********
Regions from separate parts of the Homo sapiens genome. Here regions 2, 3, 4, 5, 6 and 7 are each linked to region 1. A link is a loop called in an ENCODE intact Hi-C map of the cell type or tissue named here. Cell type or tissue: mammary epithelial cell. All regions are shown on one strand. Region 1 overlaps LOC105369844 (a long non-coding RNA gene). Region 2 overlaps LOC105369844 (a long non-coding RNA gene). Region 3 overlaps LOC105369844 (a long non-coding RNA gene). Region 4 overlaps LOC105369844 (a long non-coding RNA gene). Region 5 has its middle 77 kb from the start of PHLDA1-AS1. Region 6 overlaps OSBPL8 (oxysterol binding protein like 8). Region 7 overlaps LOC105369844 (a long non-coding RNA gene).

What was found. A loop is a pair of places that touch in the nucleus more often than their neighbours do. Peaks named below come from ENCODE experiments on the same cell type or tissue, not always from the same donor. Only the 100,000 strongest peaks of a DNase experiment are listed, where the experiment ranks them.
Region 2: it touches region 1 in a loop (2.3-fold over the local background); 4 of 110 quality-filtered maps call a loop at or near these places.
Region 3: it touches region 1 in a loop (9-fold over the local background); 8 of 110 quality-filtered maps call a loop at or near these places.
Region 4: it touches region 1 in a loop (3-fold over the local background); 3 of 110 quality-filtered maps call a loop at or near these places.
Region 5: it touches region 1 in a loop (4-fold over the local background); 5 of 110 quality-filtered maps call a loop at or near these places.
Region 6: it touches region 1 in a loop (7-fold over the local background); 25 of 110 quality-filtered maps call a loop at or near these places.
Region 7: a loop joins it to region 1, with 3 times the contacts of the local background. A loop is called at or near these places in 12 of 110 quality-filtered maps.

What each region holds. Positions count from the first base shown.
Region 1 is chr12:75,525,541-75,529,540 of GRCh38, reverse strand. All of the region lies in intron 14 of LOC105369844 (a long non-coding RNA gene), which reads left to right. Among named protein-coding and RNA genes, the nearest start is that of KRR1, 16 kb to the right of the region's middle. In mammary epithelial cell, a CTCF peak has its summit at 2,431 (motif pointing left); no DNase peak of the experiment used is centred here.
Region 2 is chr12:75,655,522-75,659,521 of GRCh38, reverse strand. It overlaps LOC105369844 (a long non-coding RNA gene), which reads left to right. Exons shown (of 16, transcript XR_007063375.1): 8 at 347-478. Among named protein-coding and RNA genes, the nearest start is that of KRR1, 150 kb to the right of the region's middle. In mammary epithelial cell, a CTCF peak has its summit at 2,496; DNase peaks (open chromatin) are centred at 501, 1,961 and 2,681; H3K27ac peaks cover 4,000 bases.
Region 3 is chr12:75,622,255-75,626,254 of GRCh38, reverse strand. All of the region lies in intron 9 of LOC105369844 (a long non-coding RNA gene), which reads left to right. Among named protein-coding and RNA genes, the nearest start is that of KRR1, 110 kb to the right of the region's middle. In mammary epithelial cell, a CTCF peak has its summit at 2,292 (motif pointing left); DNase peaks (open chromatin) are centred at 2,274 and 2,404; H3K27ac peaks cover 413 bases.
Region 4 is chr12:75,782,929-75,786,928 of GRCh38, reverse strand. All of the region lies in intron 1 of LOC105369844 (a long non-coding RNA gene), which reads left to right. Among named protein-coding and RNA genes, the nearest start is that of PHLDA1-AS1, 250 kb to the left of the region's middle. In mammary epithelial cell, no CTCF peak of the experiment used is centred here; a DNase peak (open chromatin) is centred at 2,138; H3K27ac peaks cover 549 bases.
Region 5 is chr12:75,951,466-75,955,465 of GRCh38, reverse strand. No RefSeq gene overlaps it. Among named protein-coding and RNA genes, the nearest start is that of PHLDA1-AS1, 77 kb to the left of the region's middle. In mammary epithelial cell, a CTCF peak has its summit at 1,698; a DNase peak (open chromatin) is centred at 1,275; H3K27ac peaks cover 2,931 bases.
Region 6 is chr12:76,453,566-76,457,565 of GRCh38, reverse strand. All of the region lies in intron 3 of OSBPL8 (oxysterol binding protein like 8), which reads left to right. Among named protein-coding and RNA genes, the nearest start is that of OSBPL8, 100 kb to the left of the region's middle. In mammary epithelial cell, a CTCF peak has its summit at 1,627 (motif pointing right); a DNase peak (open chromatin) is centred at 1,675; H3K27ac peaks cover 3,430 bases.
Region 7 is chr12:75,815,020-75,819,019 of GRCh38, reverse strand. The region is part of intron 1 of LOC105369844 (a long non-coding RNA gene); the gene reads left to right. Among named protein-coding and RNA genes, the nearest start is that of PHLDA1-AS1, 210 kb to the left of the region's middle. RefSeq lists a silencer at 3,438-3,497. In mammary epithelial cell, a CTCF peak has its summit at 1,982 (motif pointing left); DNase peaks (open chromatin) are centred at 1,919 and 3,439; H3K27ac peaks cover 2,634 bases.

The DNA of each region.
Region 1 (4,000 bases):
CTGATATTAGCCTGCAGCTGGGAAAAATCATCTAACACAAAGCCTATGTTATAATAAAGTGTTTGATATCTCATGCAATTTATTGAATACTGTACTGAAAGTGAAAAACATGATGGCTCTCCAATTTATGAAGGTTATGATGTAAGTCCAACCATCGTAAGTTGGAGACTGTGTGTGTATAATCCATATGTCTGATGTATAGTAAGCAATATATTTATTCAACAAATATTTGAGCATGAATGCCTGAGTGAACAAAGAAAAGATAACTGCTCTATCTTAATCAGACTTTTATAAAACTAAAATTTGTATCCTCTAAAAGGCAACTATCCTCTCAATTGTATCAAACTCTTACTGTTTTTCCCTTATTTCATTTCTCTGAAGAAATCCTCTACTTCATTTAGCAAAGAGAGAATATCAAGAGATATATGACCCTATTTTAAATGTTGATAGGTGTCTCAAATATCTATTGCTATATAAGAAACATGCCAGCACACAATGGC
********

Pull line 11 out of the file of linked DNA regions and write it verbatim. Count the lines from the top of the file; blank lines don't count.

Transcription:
Region 2 is chr12:75,655,522-75,659,521 of GRCh38, reverse strand. It overlaps LOC105369844 (a long non-coding RNA gene), which reads left to right. Exons shown (of 16, transcript XR_007063375.1): 8 at 347-478. Among named protein-coding and RNA genes, the nearest start is that of KRR1, 150 kb to the right of the region's middle. In mammary epithelial cell, a CTCF peak has its summit at 2,496; DNase peaks (open chromatin) are centred at 501, 1,961 and 2,681; H3K27ac peaks cover 4,000 bases.